Jul 4, 2012
Nanowire coating benefits solar energy conversion
Scientists have been busy exploring the use of silicon as active electrodes for the photoelectrolysis of seawater and generation of hydrogen (H2) fuel. However, technical hurdles remain. Problems with p-type silicon photocathodes include low interface kinetics for H2 evolution, which allows e–/h+ recombination to compete with the water reduction reaction, and chemical corrosion. Now, reporting their results in the journal Nanotechnology, researchers in the US have come up with a design to tackle both of these issues.
The team uses a nanostructured n-type ZnO coating on p-type silicon to enhance light absorption and charge separation/transfer, thus improving the surface kinetics for H2 evolution. Also, the metal nano-coating further catalyses the redox reaction and prevents corrosion.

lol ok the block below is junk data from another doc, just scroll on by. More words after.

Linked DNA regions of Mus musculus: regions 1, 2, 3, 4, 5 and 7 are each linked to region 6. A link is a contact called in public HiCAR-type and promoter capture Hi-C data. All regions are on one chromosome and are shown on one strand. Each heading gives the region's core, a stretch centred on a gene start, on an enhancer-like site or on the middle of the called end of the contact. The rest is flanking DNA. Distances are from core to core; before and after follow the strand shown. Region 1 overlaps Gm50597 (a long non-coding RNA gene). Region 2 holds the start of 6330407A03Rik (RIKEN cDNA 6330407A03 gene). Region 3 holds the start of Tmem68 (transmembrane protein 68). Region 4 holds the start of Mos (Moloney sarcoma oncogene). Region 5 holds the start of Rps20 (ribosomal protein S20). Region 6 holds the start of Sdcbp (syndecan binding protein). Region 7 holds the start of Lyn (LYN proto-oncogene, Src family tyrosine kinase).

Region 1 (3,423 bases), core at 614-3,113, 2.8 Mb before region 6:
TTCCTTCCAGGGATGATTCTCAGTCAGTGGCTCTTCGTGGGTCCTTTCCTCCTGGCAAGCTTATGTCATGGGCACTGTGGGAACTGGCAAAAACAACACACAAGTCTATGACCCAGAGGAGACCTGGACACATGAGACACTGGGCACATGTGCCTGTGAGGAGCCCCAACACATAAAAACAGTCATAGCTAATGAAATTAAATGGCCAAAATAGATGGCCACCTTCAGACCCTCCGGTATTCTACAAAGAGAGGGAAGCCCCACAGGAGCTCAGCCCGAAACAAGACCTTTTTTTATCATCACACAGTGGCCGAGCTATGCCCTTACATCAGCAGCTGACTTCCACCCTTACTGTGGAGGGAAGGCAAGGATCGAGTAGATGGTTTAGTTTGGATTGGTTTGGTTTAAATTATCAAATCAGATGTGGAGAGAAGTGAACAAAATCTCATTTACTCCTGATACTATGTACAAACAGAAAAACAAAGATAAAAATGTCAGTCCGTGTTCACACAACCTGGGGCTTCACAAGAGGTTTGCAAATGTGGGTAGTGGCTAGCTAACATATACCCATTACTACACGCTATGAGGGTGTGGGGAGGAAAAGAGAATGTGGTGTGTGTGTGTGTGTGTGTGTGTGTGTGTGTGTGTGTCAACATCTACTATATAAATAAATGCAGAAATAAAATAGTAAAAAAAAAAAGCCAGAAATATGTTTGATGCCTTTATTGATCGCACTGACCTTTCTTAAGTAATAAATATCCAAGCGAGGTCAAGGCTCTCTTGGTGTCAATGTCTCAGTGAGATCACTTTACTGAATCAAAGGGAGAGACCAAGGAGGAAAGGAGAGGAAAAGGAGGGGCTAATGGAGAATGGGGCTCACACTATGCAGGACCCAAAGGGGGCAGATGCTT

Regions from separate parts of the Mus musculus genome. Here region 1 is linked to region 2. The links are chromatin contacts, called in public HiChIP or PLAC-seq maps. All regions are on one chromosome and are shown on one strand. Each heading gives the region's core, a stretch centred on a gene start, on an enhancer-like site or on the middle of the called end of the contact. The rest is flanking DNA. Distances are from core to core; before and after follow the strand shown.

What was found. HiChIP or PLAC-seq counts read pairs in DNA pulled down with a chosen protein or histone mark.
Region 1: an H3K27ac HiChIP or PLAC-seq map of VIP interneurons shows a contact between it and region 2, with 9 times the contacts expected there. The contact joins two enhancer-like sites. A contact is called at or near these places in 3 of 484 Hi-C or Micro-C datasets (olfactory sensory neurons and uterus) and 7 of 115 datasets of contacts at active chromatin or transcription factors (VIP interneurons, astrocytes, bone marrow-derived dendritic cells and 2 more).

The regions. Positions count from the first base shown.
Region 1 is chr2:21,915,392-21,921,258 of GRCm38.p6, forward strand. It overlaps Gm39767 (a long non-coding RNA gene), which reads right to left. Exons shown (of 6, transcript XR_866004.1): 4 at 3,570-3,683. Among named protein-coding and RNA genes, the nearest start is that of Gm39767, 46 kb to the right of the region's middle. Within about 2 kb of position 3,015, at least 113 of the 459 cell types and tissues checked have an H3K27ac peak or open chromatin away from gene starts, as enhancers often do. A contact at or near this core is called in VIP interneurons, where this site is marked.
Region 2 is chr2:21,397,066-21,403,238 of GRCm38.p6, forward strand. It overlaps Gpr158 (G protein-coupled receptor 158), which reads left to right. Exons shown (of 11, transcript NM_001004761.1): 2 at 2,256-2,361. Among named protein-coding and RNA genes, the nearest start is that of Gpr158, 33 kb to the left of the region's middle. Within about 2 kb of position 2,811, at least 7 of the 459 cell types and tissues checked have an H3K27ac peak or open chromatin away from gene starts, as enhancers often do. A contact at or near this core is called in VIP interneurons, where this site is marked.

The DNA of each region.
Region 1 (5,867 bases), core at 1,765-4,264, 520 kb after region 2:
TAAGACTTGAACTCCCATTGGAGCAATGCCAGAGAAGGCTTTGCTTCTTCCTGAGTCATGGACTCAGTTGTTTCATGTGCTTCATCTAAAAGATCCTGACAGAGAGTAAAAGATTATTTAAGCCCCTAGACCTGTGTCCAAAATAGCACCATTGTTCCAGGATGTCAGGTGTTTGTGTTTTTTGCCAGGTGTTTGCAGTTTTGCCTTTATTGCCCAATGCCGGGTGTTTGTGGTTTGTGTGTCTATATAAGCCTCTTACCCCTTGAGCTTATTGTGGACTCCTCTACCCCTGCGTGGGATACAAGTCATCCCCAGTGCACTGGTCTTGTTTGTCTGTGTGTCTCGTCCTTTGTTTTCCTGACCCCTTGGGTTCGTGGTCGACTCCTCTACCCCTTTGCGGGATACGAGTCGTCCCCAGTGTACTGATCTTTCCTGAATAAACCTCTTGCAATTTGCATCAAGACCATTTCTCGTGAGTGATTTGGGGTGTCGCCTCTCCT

Ongoing research involves exploiting other metal oxide nanowire coatings with smaller band gaps or improved chemical/electrochemical robustness on planar silicon, black silicon and/or silicon nanowire arrays (such as 3D nanowire heterostructures or “nanotrees”) to further increase energy conversion efficiency and make solar hydrogen production more practical.
Additional information can be found in the journal Nanotechnology.
About the author
Ke Sun is a PhD candidate in the Department of Electrical and Computer Engineering at the University of California, San Diego, US. His research interests include the synthesis and fabrication of nanomaterials for high-efficiency clean-energy collection and generation (solar cells and photoelectrochemical cells) and high-sensitivity sensors. Prof. Deli Wang is group leader, and works on nanomaterials, devices and systems for electronics, optoelectronics, clean energy, biosensing, and bio-nano- and human-machine interfaces.